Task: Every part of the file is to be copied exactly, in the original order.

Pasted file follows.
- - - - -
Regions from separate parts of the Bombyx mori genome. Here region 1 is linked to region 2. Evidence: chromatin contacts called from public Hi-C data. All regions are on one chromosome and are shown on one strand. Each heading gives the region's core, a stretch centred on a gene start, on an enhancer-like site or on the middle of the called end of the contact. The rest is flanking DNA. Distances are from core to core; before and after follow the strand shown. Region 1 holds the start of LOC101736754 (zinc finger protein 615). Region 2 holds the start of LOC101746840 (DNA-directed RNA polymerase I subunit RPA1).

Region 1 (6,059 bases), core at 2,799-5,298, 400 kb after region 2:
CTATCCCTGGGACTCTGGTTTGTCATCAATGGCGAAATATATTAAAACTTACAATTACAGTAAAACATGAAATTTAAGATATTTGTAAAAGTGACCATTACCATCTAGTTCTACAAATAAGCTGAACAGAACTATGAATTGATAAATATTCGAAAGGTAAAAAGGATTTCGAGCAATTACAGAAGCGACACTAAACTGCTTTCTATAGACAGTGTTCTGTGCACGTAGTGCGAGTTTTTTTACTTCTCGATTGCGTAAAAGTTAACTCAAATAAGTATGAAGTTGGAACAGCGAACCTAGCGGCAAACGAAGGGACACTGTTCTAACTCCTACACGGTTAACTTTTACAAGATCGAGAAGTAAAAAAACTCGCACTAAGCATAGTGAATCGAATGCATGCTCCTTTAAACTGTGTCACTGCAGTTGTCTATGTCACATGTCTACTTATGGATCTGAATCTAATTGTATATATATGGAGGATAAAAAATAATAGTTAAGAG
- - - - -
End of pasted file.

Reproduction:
Regions from separate parts of the Bombyx mori genome. Here region 1 is linked to region 2. Evidence: chromatin contacts called from public Hi-C data. All regions are on one chromosome and are shown on one strand. Each heading gives the region's core, a stretch centred on a gene start, on an enhancer-like site or on the middle of the called end of the contact. The rest is flanking DNA. Distances are from core to core; before and after follow the strand shown. Region 1 holds the start of LOC101736754 (zinc finger protein 615). Region 2 holds the start of LOC101746840 (DNA-directed RNA polymerase I subunit RPA1).

Region 1 (6,059 bases), core at 2,799-5,298, 400 kb after region 2:
CTATCCCTGGGACTCTGGTTTGTCATCAATGGCGAAATATATTAAAACTTACAATTACAGTAAAACATGAAATTTAAGATATTTGTAAAAGTGACCATTACCATCTAGTTCTACAAATAAGCTGAACAGAACTATGAATTGATAAATATTCGAAAGGTAAAAAGGATTTCGAGCAATTACAGAAGCGACACTAAACTGCTTTCTATAGACAGTGTTCTGTGCACGTAGTGCGAGTTTTTTTACTTCTCGATTGCGTAAAAGTTAACTCAAATAAGTATGAAGTTGGAACAGCGAACCTAGCGGCAAACGAAGGGACACTGTTCTAACTCCTACACGGTTAACTTTTACAAGATCGAGAAGTAAAAAAACTCGCACTAAGCATAGTGAATCGAATGCATGCTCCTTTAAACTGTGTCACTGCAGTTGTCTATGTCACATGTCTACTTATGGATCTGAATCTAATTGTATATATATGGAGGATAAAAAATAATAGTTAAGAG